Vittel criteria for severe trauma triage: Characteristics of over-triage.

Research paper by Jean J Cotte, Fredrik F Courjon, Sébastien S Beaume, Bertrand B Prunet, Julien J Bordes, Cédric C N'Guyen, Claire C Contargyris, Guillaume G Lacroix, Ambroise A Montcriol, Eric E Kaiser, Eric E Meaudre

Indexed on: 26 Nov '15Published on: 26 Nov '15Published in: Anaesthesia Critical Care & Pain Medicine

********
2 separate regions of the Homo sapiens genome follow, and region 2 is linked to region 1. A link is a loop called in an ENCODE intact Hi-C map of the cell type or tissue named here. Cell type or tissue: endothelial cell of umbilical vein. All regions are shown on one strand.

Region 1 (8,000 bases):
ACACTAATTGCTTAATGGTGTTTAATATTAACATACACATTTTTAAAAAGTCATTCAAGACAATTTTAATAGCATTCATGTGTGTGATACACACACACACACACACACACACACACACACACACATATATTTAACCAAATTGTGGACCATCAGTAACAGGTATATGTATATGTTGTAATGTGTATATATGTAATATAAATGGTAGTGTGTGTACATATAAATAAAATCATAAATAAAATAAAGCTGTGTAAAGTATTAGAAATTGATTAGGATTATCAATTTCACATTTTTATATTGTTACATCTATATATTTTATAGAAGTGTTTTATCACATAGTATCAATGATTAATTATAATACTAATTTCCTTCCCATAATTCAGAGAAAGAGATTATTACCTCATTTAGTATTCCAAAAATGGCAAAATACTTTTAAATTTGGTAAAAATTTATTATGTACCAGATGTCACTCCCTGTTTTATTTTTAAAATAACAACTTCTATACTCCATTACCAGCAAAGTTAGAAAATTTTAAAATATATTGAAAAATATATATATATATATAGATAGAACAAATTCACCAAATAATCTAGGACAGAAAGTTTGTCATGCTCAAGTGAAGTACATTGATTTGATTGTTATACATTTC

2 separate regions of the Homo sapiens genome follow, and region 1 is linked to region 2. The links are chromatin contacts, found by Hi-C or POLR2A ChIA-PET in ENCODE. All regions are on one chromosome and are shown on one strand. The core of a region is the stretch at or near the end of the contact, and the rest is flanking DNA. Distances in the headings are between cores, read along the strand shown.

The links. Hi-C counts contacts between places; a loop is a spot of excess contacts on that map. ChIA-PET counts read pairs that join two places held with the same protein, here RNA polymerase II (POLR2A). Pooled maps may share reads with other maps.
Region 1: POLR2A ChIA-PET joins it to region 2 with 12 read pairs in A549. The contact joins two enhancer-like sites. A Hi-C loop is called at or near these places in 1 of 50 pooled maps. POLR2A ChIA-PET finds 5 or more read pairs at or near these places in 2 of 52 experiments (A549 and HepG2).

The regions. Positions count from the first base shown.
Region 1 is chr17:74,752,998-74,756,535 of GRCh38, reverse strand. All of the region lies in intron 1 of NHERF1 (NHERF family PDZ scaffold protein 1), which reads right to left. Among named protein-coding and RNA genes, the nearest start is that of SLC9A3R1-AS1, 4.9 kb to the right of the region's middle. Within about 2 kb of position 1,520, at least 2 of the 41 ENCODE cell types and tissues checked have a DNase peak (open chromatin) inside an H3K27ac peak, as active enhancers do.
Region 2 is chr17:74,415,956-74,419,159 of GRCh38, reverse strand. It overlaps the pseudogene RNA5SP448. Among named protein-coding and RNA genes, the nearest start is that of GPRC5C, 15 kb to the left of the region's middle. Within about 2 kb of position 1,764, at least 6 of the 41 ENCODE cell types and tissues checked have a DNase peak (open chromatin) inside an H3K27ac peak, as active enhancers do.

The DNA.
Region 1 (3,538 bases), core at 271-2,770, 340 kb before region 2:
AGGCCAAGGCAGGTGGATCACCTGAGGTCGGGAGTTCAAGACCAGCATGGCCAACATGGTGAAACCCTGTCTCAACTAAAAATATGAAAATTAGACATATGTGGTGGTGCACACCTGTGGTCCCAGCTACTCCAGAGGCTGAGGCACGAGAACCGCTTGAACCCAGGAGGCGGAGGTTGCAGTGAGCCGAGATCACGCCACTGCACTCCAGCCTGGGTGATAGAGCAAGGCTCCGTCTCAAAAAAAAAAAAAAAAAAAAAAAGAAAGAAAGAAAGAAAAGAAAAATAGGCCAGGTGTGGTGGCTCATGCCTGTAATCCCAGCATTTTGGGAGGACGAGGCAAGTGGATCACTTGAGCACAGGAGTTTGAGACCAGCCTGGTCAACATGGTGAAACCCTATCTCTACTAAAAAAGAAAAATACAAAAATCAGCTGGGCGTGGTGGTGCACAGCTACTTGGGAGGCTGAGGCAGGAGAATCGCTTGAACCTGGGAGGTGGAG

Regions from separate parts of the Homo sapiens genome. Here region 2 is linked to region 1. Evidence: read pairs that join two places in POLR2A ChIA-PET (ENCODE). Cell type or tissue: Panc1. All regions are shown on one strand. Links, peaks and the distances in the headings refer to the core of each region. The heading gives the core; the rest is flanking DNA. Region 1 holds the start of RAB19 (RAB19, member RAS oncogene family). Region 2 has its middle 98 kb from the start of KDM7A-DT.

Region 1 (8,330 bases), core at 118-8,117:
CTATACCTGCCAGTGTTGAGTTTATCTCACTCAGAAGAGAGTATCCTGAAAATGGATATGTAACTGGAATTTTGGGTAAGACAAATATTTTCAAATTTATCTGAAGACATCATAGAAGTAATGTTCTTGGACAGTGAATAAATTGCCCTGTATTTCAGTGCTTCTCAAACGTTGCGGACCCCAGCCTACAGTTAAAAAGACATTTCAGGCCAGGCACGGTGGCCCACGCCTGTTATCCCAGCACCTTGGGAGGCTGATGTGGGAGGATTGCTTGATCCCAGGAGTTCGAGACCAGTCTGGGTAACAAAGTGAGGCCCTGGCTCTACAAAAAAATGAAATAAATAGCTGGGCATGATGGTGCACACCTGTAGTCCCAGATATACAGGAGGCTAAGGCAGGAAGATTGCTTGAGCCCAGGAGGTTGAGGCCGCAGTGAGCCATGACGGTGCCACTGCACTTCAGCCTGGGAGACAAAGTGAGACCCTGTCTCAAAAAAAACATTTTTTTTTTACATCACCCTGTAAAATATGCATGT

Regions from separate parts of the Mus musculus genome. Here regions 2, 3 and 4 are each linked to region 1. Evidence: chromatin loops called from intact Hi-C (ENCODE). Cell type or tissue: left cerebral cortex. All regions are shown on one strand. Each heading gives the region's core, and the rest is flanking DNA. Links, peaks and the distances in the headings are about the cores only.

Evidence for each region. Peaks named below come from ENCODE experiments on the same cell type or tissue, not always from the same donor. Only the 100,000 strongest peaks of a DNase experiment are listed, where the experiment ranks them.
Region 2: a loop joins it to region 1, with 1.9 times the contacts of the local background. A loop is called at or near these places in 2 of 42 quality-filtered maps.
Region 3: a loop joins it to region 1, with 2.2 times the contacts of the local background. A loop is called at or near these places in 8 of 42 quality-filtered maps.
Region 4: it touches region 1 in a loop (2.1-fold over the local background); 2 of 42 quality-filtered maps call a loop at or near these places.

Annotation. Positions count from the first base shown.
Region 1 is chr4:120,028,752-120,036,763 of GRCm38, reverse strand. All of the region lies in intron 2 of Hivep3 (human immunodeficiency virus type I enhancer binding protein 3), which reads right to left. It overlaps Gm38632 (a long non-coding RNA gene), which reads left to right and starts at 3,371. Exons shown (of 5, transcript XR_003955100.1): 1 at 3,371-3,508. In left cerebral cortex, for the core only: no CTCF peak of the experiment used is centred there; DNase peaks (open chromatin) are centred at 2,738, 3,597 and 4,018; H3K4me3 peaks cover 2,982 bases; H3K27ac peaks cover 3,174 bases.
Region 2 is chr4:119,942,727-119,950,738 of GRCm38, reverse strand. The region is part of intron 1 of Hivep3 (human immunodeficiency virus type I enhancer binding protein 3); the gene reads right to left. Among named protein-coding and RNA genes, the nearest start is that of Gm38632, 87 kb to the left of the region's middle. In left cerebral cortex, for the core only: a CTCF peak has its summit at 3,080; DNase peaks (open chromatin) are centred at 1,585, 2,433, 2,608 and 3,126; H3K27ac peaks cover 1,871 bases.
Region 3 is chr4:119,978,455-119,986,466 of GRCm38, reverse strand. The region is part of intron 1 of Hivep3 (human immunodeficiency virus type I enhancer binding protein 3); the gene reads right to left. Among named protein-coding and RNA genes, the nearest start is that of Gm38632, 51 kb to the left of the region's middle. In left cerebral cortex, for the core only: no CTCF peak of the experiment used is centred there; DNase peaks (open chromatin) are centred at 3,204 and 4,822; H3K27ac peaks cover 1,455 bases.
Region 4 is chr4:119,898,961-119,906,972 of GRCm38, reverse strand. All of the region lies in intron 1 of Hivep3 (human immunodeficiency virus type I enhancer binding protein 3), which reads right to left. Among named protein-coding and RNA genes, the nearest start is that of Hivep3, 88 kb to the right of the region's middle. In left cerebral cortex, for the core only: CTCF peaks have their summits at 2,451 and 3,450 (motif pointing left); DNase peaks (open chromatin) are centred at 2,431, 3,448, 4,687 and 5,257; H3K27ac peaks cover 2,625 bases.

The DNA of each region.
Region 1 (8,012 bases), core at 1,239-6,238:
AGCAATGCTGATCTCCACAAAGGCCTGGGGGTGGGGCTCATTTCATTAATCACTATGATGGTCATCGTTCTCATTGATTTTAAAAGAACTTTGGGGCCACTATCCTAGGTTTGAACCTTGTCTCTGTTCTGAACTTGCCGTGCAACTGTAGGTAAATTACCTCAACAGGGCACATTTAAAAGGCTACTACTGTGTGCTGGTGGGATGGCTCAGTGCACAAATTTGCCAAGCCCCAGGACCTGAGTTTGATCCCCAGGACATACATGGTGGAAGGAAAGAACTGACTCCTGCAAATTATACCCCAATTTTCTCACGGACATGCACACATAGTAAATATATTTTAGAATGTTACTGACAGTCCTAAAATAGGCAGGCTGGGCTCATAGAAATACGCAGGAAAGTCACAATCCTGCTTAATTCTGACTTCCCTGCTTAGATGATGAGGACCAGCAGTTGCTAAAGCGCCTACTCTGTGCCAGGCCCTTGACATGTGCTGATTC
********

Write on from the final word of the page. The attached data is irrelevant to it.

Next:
Over-triage rates related to the use of Vittel criteria are unknown. We compared severe stable trauma patients with and without significant visceral injuries.A single-centre retrospective analysis of a single-centre prospective cohort.Trauma patients with at least one positive Vittel criterion from June 2010 to January 2012 in a level-1 trauma centre. Initial management included a systematic whole-body scanner. All significant lesions in stable trauma patients were recorded.A total of 252 trauma patients were admitted. One hundred and twenty were stable. In this group without vital distress, 72 (60%) had at least one occult lesion, 21 (17.5%) had an isolated orthopaedic injury and 27 (22.5%) had no injury. Thoracic injuries accounted for 44% of visceral injuries, abdominal for 17%, spinal for 16% and cerebral for 15%. Overall, the over-triage rate was 19%. Surgery for significant visceral injury was performed in 13 patients (18%) and arteriography in 4 patients (5.5%). Admission in an intensive care unit was required for 13 patients with occult injuries and for one patient without such a lesion (18% versus 2%, P=0.008). Hospital stays were longer in the group with visceral injuries (4±7 versus 9±8days; P=0.006).Vittel criteria use in trauma patients induces an acceptable over-triage rate. A large proportion of stable trauma patients have occult lesions. These visceral injuries frequently require special care. These data highlight the imperative need to transport major trauma patients immediately to a dedicated trauma centre and supports whole-body scanner use.